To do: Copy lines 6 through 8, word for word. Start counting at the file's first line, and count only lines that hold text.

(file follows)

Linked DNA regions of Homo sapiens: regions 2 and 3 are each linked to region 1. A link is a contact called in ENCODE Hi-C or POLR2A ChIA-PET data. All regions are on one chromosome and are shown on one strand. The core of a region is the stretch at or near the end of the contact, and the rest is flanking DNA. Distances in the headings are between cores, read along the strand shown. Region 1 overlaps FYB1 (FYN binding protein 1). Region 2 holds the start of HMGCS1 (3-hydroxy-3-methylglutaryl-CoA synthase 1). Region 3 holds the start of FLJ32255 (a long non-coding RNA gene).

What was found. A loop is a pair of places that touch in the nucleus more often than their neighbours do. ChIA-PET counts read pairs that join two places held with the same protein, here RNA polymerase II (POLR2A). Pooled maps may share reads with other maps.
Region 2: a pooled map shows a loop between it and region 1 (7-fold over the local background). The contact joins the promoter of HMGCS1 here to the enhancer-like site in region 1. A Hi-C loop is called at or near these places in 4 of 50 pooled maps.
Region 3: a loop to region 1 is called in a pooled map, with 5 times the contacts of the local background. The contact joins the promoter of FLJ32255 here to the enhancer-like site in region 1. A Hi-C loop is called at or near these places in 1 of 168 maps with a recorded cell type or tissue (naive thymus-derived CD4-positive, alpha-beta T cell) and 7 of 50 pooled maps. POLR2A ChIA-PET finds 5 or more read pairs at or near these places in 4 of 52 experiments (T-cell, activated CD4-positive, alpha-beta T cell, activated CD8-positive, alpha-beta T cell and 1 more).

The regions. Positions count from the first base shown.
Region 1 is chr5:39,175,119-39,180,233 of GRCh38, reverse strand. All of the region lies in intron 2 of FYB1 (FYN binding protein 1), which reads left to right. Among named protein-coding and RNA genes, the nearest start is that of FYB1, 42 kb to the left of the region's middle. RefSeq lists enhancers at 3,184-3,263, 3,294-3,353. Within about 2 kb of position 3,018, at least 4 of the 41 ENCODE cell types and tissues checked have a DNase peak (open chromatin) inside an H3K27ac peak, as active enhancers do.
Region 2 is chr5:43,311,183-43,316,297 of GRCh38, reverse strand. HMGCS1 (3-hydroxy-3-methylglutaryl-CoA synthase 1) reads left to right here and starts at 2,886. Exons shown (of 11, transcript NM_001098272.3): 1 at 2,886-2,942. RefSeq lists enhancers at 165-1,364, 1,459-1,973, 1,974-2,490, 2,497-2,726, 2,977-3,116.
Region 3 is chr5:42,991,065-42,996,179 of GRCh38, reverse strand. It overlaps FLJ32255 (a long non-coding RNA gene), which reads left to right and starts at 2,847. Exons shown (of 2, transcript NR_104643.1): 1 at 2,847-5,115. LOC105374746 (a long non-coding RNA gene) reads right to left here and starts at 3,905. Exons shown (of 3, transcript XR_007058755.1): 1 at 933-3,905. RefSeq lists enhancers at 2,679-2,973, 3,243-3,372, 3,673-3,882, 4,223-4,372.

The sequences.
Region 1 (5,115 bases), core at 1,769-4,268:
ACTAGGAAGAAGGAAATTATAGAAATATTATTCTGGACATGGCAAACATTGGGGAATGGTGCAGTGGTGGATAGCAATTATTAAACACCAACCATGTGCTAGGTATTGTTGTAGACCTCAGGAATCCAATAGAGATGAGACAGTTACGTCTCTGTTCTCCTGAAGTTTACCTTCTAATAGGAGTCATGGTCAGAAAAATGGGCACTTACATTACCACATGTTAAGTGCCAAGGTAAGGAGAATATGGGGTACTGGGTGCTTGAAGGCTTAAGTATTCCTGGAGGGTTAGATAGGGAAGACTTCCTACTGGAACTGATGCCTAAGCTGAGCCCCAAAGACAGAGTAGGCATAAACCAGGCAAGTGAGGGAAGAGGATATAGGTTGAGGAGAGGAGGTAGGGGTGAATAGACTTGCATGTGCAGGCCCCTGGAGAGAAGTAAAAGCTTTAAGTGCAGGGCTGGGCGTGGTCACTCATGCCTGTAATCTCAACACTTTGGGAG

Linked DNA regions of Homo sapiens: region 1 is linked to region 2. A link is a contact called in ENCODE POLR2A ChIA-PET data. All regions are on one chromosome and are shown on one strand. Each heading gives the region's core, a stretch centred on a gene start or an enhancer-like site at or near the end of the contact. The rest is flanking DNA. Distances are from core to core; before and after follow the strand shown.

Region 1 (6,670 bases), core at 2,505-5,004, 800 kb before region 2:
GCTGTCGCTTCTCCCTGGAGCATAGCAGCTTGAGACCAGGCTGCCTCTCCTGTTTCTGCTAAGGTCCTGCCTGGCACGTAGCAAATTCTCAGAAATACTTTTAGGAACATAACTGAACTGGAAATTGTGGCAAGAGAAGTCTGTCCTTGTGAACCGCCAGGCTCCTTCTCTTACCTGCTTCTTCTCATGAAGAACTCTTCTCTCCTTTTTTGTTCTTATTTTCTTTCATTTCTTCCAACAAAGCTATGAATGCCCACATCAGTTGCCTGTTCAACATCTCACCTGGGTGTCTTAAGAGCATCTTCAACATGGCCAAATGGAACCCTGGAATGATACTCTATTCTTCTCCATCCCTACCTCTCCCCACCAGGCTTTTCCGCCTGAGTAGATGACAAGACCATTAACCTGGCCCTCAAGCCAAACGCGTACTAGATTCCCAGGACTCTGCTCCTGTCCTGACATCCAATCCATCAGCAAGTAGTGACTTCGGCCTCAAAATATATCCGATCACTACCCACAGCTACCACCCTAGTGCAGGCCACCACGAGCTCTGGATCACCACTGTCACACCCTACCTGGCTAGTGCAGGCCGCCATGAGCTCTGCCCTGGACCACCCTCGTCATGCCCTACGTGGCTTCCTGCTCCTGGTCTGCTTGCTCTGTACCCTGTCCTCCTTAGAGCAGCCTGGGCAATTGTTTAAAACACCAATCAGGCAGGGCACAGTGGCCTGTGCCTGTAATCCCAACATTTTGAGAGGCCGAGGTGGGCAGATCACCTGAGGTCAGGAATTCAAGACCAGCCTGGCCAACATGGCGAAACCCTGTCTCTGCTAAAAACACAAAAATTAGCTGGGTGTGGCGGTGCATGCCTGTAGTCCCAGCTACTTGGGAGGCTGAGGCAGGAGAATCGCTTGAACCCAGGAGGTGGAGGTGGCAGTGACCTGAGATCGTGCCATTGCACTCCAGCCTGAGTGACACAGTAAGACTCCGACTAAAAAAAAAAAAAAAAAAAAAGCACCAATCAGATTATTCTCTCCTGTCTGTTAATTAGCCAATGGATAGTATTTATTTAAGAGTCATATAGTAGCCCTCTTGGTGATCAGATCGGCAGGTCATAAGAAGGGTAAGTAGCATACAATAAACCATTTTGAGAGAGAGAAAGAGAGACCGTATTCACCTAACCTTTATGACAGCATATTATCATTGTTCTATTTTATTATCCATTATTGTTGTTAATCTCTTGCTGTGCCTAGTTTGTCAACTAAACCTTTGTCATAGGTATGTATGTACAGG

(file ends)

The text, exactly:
Region 1 is chr5:39,175,119-39,180,233 of GRCh38, reverse strand. All of the region lies in intron 2 of FYB1 (FYN binding protein 1), which reads left to right. Among named protein-coding and RNA genes, the nearest start is that of FYB1, 42 kb to the left of the region's middle. RefSeq lists enhancers at 3,184-3,263, 3,294-3,353. Within about 2 kb of position 3,018, at least 4 of the 41 ENCODE cell types and tissues checked have a DNase peak (open chromatin) inside an H3K27ac peak, as active enhancers do.
Region 2 is chr5:43,311,183-43,316,297 of GRCh38, reverse strand. HMGCS1 (3-hydroxy-3-methylglutaryl-CoA synthase 1) reads left to right here and starts at 2,886. Exons shown (of 11, transcript NM_001098272.3): 1 at 2,886-2,942. RefSeq lists enhancers at 165-1,364, 1,459-1,973, 1,974-2,490, 2,497-2,726, 2,977-3,116.
Region 3 is chr5:42,991,065-42,996,179 of GRCh38, reverse strand. It overlaps FLJ32255 (a long non-coding RNA gene), which reads left to right and starts at 2,847. Exons shown (of 2, transcript NR_104643.1): 1 at 2,847-5,115. LOC105374746 (a long non-coding RNA gene) reads right to left here and starts at 3,905. Exons shown (of 3, transcript XR_007058755.1): 1 at 933-3,905. RefSeq lists enhancers at 2,679-2,973, 3,243-3,372, 3,673-3,882, 4,223-4,372.